Keywords: Systemic Lupus Erythematosus, Healthcare Utilization, Prescription Pattern, Puerto Rico
Systemic lupus erythematosus (SLE) is an autoimmune disease characterized by a wide range of clinical and immunologic manifestations.1 Genetic, socio-economic and environmental factors influence the course and outcome of lupus.2,3 Because of the complexity of this disease, healthcare to SLE patients should be provided primarily by rheumatologists with a multidisciplinary team, which includes primary care physicians and other subspecialists.4
An early referral of patients with rheumatic disorders to rheumatologists may assist to establish a prompt diagnosis and therapy. Frequently, disagreement occurs between primary care physicians and rheumatologists when diagnosing rheumatic diseases.5 For example, Gamez-Nava et al found that 41% of diagnoses made by primary care physicians were subsequently modified by rheumatologists.5 These investigators also showed a low concurrence for the diagnosis of SLE. The differences of healthcare provided by primary care physicians and rheumatologists to SLE patients are not well known. Therefore, we examined the utilization of health services and prescription patterns among SLE patients followed by these groups of physicians by using a large database from a health insurance company in Puerto Rico.
Study Population
In 2003, 552,733 people from the island of Puerto Rico had private healthcare insurance (corporate or individual) with Triple-S, Inc. (independent license of BC/BSA). Of the insurance claims submitted by physicians during that year, 877 participants had a diagnosis of SLE (code 710.0) per the International Classification of Diseases, Ninth Revision (ICD-9). Among SLE patients, 665 were seen by rheumatologists, 92 by primary care physicians (general practitioners, family physicians, pediatricians, and internists), and 120 by both rheumatologists and primary care physicians. For this study, we excluded patients who were simultaneously followed by both groups of physicians since we could not determine which specific type of provider ordered laboratory tests and drug prescriptions.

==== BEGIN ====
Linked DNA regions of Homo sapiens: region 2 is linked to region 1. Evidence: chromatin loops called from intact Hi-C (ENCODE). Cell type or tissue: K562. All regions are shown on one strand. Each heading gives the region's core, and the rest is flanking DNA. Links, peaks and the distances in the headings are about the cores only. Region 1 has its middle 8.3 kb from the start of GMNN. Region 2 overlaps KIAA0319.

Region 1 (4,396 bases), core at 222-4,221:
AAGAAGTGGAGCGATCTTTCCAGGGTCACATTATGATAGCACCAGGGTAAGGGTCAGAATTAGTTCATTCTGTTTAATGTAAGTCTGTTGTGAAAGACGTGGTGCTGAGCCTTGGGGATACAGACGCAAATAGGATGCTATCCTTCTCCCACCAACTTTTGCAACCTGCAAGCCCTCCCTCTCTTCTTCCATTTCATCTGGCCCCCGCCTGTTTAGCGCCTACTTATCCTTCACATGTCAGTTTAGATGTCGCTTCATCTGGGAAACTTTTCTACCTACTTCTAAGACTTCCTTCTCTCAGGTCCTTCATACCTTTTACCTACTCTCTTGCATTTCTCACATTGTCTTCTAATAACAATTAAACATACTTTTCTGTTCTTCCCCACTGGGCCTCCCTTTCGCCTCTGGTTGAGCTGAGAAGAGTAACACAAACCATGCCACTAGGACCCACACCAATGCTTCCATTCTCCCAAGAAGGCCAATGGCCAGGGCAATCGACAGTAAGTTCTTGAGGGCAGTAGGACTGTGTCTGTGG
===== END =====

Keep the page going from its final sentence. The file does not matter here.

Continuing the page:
Triple-S, Inc. provides access to >10,000 physicians and other healthcare providers throughout the island. In 2003, 67 rheumatologists and 3209 primary care physicians participated in the providers’ network.
Variables
The Triple-S database contains information provided in insurance claims submitted by physicians, dentists, laboratories, pharmacies, and hospitals. The healthcare providers and locations of services were categorized. Claims that contained complete data were processed by the health insurance company. Claims with incomplete information were not included in the database. The following variables were examined for this study: demographic parameters (age and sex), selected co-morbidities, healthcare utilization, and prescription patterns.